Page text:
The reality is that 65% of all prisoners in Australian jails have a drug addiction prior to entry and in some cases some prisoners become addicted to drugs in jail as smuggling still happens!
Let’s go back to my experience with Hannah. She was experiencing depression and anxiety. She had a lot to deal with as a transgender women who’s only method of surviving financially, at least through her eyes was via prostitution throughout most of her adult life. Although she had quit making her income from that life in favor for a role in logistics she clearly still battled with her past.
The sad fact is that most people have a unique story from their past that they would rather forget and try not to deal with or find some way to cope with it.
The terrible fact is a lot of people will turn to a drug of choice rather than seek counselling or some sort of viable and sensible mental health treatment.
What is the drug of choice for most people?
MDMA, cocaine, speed, ice, heroin or cigarettes?
Of the 12 million people that die on this planet each year from a drug addiction
11.5 million will die as a result of an addiction to combustible tobacco.
Every seventh death in the world (13%) is the direct result of smoking, a further 2% was the result of secondhand smoke. This means 15%, close to 1 in 6 deaths was the result of combustible tobacco.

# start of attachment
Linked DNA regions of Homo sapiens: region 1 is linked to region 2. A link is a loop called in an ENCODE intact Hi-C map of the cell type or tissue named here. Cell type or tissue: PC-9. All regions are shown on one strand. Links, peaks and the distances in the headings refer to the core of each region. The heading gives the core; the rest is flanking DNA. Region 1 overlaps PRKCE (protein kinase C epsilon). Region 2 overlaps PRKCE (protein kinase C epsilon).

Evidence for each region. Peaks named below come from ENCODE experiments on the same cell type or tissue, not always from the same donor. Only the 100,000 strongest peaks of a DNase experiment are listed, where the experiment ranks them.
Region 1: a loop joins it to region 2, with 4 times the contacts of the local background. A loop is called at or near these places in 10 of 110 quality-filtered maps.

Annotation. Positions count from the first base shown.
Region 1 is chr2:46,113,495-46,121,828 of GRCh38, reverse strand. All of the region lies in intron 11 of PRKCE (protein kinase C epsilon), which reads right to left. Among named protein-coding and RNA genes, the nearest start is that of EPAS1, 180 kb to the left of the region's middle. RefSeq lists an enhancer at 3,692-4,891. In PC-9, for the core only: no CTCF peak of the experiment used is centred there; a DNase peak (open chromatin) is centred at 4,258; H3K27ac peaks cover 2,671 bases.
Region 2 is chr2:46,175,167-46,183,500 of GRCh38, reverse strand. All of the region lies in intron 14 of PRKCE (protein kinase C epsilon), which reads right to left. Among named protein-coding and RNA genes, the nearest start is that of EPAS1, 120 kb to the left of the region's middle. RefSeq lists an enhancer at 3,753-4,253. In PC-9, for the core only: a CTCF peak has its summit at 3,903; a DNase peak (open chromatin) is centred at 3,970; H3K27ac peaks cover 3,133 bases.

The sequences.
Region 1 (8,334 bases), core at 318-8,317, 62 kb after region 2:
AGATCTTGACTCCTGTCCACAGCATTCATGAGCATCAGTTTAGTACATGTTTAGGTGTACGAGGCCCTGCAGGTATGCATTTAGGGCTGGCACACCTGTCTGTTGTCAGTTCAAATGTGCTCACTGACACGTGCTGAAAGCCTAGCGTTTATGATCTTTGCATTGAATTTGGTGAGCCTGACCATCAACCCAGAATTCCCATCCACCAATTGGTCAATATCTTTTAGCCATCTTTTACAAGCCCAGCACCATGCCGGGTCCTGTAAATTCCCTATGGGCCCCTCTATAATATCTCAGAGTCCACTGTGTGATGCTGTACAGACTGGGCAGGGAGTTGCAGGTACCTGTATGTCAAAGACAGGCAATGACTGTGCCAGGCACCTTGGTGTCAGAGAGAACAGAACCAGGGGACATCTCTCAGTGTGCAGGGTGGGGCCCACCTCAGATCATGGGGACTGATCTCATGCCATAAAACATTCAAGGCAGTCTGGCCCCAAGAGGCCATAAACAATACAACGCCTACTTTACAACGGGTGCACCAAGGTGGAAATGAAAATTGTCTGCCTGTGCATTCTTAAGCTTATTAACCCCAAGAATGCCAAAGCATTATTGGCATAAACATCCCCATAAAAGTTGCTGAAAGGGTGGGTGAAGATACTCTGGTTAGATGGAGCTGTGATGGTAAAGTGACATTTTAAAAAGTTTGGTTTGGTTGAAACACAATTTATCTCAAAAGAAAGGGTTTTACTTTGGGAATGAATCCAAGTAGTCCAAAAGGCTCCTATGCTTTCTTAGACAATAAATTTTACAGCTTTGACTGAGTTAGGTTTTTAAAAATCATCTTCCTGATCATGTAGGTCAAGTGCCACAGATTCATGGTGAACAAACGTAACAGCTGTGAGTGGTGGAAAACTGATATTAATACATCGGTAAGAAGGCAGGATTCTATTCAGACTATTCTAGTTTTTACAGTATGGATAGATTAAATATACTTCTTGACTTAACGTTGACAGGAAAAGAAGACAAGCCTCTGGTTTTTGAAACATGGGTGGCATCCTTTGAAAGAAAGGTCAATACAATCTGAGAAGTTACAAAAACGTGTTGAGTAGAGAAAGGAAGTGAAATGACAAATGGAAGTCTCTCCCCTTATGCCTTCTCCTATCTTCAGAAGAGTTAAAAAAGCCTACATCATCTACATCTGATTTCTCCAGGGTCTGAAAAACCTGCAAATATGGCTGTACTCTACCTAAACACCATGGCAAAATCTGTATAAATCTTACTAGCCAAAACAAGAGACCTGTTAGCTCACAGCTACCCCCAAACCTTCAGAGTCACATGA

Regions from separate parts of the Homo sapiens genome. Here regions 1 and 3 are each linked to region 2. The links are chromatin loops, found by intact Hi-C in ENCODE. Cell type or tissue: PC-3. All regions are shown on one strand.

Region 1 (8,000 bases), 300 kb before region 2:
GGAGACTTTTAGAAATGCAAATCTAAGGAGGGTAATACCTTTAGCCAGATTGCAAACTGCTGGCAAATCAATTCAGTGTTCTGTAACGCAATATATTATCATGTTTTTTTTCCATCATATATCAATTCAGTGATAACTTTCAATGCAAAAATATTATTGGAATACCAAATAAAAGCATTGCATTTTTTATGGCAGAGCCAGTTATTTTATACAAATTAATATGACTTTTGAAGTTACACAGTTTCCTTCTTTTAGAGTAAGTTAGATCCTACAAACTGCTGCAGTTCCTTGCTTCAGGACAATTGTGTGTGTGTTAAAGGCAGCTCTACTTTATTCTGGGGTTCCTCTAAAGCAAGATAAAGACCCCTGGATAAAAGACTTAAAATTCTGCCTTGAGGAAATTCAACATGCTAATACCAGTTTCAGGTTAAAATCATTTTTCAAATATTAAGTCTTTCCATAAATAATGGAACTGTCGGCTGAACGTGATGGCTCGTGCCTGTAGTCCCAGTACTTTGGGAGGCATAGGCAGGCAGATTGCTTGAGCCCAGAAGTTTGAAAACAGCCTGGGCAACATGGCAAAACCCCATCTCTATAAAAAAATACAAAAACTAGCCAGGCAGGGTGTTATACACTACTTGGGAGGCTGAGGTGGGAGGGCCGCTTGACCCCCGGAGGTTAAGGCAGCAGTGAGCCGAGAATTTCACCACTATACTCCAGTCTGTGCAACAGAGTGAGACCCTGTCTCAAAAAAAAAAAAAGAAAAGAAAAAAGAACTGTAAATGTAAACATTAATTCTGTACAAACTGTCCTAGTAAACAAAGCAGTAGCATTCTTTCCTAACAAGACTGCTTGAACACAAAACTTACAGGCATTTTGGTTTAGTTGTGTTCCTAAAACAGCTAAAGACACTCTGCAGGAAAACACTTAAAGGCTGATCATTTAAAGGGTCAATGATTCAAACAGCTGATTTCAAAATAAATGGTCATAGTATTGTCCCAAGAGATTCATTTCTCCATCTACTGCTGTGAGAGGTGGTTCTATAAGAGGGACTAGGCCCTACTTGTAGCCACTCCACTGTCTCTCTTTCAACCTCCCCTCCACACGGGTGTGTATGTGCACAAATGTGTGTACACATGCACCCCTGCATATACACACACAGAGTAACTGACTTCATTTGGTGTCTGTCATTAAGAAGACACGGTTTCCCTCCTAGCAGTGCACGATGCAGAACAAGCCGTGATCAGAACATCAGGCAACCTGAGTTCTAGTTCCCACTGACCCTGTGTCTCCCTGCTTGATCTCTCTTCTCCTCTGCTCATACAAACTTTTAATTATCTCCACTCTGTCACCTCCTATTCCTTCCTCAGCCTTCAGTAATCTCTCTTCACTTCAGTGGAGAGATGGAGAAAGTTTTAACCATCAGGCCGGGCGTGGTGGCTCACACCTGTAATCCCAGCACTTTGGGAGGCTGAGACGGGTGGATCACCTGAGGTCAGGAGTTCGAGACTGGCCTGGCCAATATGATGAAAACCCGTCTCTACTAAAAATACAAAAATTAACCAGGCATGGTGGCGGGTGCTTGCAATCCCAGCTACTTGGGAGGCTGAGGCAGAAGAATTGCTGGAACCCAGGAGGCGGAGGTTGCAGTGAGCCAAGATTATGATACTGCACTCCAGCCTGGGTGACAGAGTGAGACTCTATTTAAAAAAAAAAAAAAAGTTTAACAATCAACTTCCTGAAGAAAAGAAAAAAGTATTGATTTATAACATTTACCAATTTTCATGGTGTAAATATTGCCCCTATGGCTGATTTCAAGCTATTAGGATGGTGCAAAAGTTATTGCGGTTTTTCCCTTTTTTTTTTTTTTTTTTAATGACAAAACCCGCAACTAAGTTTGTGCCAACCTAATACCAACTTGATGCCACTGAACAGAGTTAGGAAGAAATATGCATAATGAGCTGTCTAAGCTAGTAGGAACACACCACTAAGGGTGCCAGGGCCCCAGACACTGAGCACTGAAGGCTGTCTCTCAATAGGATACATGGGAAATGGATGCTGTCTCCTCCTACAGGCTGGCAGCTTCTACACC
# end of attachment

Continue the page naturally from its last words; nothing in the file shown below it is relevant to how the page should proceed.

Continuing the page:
That's an easy problem to solve, isn't it?
Why don’t smokers just quit?
We have known about the deadly harms of smoking since the 1950's yet 14% of Australians still smoke.
Besides the fact it is almost the highest addictive concoction,
the costs associated to lost productivity and overall financial burden to the Australian economy from smoking now exceeds $137 Billion per year alone.
Just go cold turkey! Problem solved, right?
I recently watched a TEDTALK featuring public health expert Mark Tyndall who said,
“Starting with abstinence is like asking a diabetic to quit sugar or asking a severe asthmatic to run a marathons or telling a depressed person to just be happy, for any other medical condition we would never begin with the most extreme option.
Why would that strategy work for any addiction?”
He is so right. Quitting smoking is no different. Most who try and Quit cold turkey never succeed and if they do it takes up to around 9 attempts. Other nicotine replacement methods and medications are at best around 7% effective.
Is there another option?